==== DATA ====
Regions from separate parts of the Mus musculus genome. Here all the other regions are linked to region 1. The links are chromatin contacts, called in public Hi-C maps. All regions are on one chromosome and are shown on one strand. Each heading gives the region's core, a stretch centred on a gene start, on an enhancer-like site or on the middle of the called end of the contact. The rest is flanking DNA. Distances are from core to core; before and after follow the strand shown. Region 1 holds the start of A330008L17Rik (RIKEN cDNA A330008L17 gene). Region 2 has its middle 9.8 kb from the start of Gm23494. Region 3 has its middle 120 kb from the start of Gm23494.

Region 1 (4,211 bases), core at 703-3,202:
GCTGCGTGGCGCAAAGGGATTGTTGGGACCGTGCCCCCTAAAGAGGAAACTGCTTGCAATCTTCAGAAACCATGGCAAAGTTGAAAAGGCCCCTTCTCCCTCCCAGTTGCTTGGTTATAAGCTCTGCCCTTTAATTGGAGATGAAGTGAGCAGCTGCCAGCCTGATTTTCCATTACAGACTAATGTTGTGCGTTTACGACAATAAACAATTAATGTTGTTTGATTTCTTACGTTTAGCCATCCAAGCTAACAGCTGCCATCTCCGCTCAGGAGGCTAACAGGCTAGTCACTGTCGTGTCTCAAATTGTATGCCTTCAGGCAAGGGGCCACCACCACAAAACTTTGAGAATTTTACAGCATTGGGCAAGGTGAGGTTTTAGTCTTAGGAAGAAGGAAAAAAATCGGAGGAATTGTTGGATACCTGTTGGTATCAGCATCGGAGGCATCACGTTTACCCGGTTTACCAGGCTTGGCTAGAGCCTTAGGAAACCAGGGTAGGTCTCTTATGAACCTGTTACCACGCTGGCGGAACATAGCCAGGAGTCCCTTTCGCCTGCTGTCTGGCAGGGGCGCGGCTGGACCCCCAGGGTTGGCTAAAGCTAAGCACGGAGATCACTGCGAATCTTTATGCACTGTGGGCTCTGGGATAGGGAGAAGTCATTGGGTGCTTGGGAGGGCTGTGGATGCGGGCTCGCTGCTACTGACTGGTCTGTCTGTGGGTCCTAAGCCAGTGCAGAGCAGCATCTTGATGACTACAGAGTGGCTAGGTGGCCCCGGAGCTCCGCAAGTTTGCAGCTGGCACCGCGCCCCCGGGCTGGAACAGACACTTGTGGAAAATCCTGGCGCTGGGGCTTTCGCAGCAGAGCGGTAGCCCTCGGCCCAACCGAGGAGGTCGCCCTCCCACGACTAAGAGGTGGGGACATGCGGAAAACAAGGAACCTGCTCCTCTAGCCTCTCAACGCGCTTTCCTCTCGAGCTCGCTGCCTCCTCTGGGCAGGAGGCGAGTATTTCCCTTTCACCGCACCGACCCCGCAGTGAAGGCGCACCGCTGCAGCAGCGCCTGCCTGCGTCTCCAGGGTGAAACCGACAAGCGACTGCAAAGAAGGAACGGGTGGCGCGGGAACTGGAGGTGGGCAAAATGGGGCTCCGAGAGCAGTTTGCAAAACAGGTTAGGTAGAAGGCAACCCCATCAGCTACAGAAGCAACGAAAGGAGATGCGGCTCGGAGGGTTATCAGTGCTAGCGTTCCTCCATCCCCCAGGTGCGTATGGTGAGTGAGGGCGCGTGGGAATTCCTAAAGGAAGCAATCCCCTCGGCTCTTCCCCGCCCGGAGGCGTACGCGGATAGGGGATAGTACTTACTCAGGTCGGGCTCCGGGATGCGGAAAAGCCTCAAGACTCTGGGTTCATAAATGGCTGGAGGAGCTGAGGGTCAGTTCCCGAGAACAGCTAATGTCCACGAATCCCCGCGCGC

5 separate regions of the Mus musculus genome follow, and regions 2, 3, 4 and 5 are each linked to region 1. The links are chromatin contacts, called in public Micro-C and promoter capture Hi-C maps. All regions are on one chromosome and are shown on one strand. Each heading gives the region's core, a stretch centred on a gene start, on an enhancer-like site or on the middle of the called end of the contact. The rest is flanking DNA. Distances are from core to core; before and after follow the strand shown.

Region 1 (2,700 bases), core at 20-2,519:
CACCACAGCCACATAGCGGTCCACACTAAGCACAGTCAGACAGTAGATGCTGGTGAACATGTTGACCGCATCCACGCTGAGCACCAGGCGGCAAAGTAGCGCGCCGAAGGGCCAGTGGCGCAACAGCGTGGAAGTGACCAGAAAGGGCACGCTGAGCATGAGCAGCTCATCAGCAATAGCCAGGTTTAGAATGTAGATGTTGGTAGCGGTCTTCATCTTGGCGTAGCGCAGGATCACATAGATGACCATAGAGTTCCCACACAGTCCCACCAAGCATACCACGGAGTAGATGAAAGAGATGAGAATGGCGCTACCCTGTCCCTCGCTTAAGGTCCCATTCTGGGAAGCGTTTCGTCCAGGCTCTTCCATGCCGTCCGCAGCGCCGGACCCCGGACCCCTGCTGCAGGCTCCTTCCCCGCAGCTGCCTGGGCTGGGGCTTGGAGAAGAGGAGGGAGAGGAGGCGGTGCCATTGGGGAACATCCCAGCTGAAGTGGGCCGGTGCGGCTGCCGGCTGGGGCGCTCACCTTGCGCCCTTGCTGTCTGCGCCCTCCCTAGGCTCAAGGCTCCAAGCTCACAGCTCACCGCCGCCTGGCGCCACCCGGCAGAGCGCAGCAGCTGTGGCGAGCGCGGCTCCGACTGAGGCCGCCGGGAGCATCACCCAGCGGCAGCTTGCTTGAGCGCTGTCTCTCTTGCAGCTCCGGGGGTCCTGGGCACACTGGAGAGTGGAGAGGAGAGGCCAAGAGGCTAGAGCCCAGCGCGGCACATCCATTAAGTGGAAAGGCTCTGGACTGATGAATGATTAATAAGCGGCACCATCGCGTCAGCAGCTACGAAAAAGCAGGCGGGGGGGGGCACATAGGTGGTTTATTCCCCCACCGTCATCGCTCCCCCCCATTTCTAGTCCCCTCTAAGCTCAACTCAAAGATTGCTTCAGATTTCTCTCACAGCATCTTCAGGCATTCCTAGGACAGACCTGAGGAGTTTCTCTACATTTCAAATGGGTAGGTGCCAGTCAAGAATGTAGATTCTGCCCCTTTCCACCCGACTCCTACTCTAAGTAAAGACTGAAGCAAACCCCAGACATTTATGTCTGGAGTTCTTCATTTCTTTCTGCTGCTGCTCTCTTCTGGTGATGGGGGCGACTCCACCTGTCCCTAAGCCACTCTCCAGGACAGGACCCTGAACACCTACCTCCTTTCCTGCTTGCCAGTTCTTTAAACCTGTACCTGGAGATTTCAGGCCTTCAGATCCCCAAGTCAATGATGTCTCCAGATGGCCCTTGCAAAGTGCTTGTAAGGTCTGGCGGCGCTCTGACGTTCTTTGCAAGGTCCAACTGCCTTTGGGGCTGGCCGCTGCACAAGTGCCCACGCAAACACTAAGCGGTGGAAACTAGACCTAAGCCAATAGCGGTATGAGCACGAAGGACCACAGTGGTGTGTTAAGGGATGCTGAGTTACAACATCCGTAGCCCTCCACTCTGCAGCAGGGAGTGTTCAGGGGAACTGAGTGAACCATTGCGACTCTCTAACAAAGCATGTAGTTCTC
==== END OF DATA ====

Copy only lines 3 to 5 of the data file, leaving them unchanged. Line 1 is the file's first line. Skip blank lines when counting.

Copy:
GCTGCGTGGCGCAAAGGGATTGTTGGGACCGTGCCCCCTAAAGAGGAAACTGCTTGCAATCTTCAGAAACCATGGCAAAGTTGAAAAGGCCCCTTCTCCCTCCCAGTTGCTTGGTTATAAGCTCTGCCCTTTAATTGGAGATGAAGTGAGCAGCTGCCAGCCTGATTTTCCATTACAGACTAATGTTGTGCGTTTACGACAATAAACAATTAATGTTGTTTGATTTCTTACGTTTAGCCATCCAAGCTAACAGCTGCCATCTCCGCTCAGGAGGCTAACAGGCTAGTCACTGTCGTGTCTCAAATTGTATGCCTTCAGGCAAGGGGCCACCACCACAAAACTTTGAGAATTTTACAGCATTGGGCAAGGTGAGGTTTTAGTCTTAGGAAGAAGGAAAAAAATCGGAGGAATTGTTGGATACCTGTTGGTATCAGCATCGGAGGCATCACGTTTACCCGGTTTACCAGGCTTGGCTAGAGCCTTAGGAAACCAGGGTAGGTCTCTTATGAACCTGTTACCACGCTGGCGGAACATAGCCAGGAGTCCCTTTCGCCTGCTGTCTGGCAGGGGCGCGGCTGGACCCCCAGGGTTGGCTAAAGCTAAGCACGGAGATCACTGCGAATCTTTATGCACTGTGGGCTCTGGGATAGGGAGAAGTCATTGGGTGCTTGGGAGGGCTGTGGATGCGGGCTCGCTGCTACTGACTGGTCTGTCTGTGGGTCCTAAGCCAGTGCAGAGCAGCATCTTGATGACTACAGAGTGGCTAGGTGGCCCCGGAGCTCCGCAAGTTTGCAGCTGGCACCGCGCCCCCGGGCTGGAACAGACACTTGTGGAAAATCCTGGCGCTGGGGCTTTCGCAGCAGAGCGGTAGCCCTCGGCCCAACCGAGGAGGTCGCCCTCCCACGACTAAGAGGTGGGGACATGCGGAAAACAAGGAACCTGCTCCTCTAGCCTCTCAACGCGCTTTCCTCTCGAGCTCGCTGCCTCCTCTGGGCAGGAGGCGAGTATTTCCCTTTCACCGCACCGACCCCGCAGTGAAGGCGCACCGCTGCAGCAGCGCCTGCCTGCGTCTCCAGGGTGAAACCGACAAGCGACTGCAAAGAAGGAACGGGTGGCGCGGGAACTGGAGGTGGGCAAAATGGGGCTCCGAGAGCAGTTTGCAAAACAGGTTAGGTAGAAGGCAACCCCATCAGCTACAGAAGCAACGAAAGGAGATGCGGCTCGGAGGGTTATCAGTGCTAGCGTTCCTCCATCCCCCAGGTGCGTATGGTGAGTGAGGGCGCGTGGGAATTCCTAAAGGAAGCAATCCCCTCGGCTCTTCCCCGCCCGGAGGCGTACGCGGATAGGGGATAGTACTTACTCAGGTCGGGCTCCGGGATGCGGAAAAGCCTCAAGACTCTGGGTTCATAAATGGCTGGAGGAGCTGAGGGTCAGTTCCCGAGAACAGCTAATGTCCACGAATCCCCGCGCGC

5 separate regions of the Mus musculus genome follow, and regions 2, 3, 4 and 5 are each linked to region 1. The links are chromatin contacts, called in public Micro-C and promoter capture Hi-C maps. All regions are on one chromosome and are shown on one strand. Each heading gives the region's core, a stretch centred on a gene start, on an enhancer-like site or on the middle of the called end of the contact. The rest is flanking DNA. Distances are from core to core; before and after follow the strand shown.

Region 1 (2,700 bases), core at 20-2,519: